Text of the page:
Scientific Colloquium
March 9, 2016, 3:30 p.m., Building 3 Auditorium

"Measurement of Cosmological Parameters"

Over the past few decades, cosmologists have for the first time identified the major constituents of the universe. Surprisingly, the universe hardly resembles what we thought only a few decades ago. The universe is filled with dark matter that is not visible and energy that permeates all of space, causing its expansion to speed up with time. Accurate distances remain central to a number of fundamental problems in astrophysics and cosmology. They are critical for measurements of the acceleration of the universe using supernovae. A more accurate measurement of the Hubble constant is critical for providing independent constraints on dark energy, the geometry, and matter density of the universe. The increased precision of cosmic microwave background fluctuations (most recently with the Planck satellite) make these direct comparisons even more critical, given the physical degeneracies amongst different cosmological parameters, and the apparent tension with the direct measurements of the Hubble constant. There has been fundamental progress over the last couple of decades in measuring extragalactic distances. The upcoming decade promises robust distances and a measurement of the Hubble constant to a few percent accuracy. New space and Earth-based telescopes planned for the next decade will address many of the current outstanding questions.

About the Speaker:

Wendy Laurel Freedman is a Canadian-American astronomer, best known for her measurement of the Hubble Constant, and as director of the Carnegie Observatories in Pasadena, California, and Las Campanas, Chile. She is now the John & Marion Sullivan University Professor of Astronomy and Astrophysics at The University of Chicago. Her principal research interests are in observational cosmology, focusing on measuring both the current and past expansion rates of the universe, and on characterizing the nature of dark energy.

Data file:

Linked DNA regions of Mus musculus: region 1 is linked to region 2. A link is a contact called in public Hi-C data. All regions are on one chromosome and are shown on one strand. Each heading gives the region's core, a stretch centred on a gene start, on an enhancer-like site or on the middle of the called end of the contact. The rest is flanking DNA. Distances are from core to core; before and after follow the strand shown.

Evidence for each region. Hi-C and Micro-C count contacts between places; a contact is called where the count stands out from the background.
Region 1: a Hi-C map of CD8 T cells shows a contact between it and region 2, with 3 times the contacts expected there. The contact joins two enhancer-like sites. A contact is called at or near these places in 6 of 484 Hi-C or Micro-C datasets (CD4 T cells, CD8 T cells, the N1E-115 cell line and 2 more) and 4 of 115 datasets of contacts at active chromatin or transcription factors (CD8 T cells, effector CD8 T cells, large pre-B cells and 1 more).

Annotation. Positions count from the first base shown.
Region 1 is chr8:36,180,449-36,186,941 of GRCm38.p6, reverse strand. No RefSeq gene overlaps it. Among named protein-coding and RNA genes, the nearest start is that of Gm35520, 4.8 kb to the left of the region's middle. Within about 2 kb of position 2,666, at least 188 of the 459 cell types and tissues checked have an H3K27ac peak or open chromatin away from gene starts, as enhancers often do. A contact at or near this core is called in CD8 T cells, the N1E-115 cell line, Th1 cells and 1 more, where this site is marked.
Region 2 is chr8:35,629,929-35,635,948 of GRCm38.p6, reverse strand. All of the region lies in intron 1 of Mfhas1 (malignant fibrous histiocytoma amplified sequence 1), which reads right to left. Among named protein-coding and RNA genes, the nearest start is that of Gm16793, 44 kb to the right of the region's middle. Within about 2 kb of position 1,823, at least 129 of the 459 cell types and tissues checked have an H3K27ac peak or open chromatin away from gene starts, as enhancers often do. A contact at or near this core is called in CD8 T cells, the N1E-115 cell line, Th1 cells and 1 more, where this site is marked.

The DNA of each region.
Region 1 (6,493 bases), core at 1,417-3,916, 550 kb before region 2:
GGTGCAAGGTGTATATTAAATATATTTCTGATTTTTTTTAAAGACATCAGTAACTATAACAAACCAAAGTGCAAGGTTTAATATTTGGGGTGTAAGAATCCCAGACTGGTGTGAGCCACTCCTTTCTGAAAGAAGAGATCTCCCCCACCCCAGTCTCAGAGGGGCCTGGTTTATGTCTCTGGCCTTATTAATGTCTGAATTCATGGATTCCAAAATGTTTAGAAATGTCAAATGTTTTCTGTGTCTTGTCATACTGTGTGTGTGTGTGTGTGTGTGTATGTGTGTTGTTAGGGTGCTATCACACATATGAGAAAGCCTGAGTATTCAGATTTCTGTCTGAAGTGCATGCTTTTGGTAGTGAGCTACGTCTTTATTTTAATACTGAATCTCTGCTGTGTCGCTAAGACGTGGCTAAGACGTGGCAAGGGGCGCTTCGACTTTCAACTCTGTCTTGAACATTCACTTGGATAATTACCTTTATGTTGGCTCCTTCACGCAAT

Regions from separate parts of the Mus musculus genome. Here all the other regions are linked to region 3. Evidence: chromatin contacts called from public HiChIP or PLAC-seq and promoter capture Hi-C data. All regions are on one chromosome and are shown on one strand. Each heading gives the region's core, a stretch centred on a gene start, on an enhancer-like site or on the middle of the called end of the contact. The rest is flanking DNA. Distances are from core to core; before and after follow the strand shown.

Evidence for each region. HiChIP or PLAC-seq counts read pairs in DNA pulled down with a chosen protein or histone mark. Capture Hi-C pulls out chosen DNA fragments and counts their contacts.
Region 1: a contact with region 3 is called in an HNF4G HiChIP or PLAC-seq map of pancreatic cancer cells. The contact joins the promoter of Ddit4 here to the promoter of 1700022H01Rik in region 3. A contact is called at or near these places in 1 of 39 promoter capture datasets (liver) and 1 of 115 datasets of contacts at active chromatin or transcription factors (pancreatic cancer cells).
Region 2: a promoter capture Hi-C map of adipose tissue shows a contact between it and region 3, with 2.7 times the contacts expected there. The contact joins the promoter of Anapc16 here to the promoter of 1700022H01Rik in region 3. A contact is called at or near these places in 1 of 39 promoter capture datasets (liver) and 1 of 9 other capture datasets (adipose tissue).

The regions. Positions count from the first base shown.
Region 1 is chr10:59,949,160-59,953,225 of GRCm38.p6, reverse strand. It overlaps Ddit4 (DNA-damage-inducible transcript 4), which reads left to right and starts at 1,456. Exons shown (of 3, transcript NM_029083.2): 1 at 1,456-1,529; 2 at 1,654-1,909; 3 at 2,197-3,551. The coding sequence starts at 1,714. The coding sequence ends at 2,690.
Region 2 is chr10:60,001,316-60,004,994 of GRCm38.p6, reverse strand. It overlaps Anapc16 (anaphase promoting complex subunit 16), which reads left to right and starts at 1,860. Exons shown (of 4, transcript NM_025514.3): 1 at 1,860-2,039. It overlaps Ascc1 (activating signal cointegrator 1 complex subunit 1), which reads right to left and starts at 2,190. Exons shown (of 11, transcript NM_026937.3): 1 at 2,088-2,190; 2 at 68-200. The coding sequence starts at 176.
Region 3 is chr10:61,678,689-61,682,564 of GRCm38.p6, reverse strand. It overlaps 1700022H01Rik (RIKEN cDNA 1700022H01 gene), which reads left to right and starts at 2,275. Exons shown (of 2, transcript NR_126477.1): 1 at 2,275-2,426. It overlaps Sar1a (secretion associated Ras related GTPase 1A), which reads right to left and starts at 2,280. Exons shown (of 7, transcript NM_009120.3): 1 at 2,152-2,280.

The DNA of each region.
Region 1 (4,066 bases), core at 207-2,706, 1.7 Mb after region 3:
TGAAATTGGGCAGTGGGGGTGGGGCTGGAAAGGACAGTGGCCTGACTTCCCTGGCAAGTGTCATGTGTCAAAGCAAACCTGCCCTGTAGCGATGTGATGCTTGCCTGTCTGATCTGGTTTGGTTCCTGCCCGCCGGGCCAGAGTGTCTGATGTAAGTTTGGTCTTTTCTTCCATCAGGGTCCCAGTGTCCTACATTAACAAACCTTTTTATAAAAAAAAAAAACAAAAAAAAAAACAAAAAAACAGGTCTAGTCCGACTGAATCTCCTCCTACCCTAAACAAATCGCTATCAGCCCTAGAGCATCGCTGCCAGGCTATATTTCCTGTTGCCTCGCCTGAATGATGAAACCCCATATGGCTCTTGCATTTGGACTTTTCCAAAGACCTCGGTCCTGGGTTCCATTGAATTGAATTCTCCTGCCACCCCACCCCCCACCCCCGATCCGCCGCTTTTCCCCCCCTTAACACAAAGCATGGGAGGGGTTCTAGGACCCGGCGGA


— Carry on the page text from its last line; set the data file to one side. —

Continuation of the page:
Freedman is an elected member of the National Academy of Sciences and of the American Philosophical Society, and an elected Fellow of the American Academy of Arts and Sciences and of the American Physical Society. During her career, she has received numerous awards and honors for her contributions to observational cosmology, including a Centennial Lectureship of the American Physical Society (1999), the John P. McGovern Award in Science (2000), the Magellanic Premium Award of the American Philosophical Society (2002) and the Marc Aaronson Lectureship and prize (1994) "in recognition of a decade of fundamental contributions to the areas of the extra galactic distance scale and the stellar populations of galaxies". In 2009 Freedman was one of three co-recipients of the Gruber Cosmology Prize, widely considered to be astronomy’s equivalent of the Nobel Prize. Professor Freedman received the 2016 Dannie Heineman Prize for Astrophysics, awarded jointly by the American Institute of Physics and the American Astronomical Society, “for her outstanding contributions and leadership role in using optical and infrared space- and ground-based observations of Cepheid stars, together with innovative analysis techniques, to greatly improve the accuracy of the cosmic distance scale and thereby constrain fundamental cosmological parameters.”

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